In our program YOMI Yin, we use yin yoga to help people cope with stress and worry. The hypothesis is that when we’re stressed and worried we have too much yang in our lives. Or in other words; too much fast paced activity, too many demands, too much change, too much to do. Hence, we need to increase our yin, or in other words; we need to increase the slow, stable, recovering, unchanging aspects of our lives. This is where the slow, but many times challenging, practice of yin yoga comes in.
In yin yoga we stay put on the ground, in seated or lying positions, holding them for 3-5 minutes, while relaxing all muscles we don’t need for the specific posture we’re in. Once in the position we practice letting go and be still. Which can be a challenge, both physically and mentally.
But even though yin yoga aims to increase the yin aspects, we need to remember that there’s still always a yang element present. To be completely yin is to be dead. And here’s where one of the tricky parts come into play: how can we find the yin in an otherwise yang dominated situation and how can we use that little bit of yang that we need in an otherwise yin dominated practice? Finding a little bit more of the grey nuances instead of being completely black or white, getting help from activation to find relaxation, as well as getting help from relaxation to stay active in a sustainable way.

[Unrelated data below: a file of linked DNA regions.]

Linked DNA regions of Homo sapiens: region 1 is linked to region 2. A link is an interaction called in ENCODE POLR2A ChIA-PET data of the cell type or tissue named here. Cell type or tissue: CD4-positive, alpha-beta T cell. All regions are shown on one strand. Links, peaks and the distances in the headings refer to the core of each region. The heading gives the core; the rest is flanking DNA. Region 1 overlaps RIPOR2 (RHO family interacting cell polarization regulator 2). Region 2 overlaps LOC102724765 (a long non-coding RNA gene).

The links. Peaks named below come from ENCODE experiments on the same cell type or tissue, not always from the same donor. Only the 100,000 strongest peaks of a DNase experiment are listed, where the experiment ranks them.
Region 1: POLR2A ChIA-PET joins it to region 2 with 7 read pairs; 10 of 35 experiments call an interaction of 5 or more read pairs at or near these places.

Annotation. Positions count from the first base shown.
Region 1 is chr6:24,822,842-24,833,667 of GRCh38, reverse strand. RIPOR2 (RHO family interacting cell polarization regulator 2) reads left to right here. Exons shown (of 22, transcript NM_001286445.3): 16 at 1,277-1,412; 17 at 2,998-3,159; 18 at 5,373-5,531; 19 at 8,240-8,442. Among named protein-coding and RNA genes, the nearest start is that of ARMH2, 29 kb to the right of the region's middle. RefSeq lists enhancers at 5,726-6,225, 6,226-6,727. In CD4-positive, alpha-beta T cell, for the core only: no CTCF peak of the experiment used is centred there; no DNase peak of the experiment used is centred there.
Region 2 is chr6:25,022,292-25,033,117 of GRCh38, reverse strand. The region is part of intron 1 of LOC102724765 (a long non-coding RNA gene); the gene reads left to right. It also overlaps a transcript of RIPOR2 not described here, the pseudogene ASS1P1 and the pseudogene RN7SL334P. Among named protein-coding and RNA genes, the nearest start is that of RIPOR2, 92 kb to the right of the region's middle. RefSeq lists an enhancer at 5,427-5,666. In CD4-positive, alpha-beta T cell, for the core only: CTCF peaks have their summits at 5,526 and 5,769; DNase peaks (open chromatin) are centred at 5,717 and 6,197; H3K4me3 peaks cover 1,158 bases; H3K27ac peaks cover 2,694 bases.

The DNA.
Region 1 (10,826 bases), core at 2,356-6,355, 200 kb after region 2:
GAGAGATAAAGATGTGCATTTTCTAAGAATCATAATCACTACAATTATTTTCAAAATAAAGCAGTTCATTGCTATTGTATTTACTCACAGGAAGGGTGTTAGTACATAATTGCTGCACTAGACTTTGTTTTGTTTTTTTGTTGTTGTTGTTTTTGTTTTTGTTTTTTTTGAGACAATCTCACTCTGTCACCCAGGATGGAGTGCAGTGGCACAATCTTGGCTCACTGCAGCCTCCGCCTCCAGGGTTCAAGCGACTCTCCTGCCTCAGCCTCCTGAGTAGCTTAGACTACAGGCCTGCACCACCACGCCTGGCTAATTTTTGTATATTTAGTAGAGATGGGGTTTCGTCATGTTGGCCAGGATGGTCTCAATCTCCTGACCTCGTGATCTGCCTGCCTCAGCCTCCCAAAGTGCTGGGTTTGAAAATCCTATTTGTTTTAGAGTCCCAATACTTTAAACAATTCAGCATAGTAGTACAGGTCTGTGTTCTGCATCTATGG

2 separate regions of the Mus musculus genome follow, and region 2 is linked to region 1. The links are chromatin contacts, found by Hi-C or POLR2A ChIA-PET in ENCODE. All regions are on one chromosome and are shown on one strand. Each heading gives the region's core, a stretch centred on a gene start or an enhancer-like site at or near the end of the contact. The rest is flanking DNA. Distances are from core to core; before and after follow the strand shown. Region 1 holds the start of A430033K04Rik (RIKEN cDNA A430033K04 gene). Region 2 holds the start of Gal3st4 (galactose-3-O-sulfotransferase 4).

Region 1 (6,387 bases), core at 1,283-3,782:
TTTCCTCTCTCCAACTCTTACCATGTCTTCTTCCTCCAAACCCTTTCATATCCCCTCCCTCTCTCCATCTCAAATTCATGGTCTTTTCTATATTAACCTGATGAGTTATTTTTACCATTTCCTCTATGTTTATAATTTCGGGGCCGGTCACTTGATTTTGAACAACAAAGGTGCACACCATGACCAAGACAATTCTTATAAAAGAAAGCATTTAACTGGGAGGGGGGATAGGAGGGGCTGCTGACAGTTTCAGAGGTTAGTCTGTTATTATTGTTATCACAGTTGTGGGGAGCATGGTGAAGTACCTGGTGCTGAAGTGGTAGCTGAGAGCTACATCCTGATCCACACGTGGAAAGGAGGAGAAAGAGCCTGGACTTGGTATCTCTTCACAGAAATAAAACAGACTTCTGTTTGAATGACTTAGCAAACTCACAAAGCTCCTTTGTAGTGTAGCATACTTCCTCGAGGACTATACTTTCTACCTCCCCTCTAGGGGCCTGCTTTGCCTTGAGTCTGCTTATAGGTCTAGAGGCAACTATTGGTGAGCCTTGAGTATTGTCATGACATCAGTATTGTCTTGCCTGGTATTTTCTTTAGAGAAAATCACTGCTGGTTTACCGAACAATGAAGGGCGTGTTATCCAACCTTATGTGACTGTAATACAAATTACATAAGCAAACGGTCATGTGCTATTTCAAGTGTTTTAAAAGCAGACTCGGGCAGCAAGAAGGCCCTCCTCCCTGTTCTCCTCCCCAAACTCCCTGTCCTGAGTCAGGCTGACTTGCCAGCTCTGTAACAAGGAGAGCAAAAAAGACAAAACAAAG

More specifically in the yin practice this can mean activating your arm muscles to keep yourself lifted in the lying backbend “sfinx”, but doing so while still relaxing the rest of your body; your legs, bum, shoulders and neck. Outside of the mat this can mean finding a relaxed focus while doing a tedious task, such as reading a hard text. Being relaxed enough to follow through, but active enough to grasp what you’re reading.
The more we learn to regulate ourselves, making use of the yin in the yang, and the yang in the yin, the better we can steer our way through life, coping with the stresses and worries that might come our way.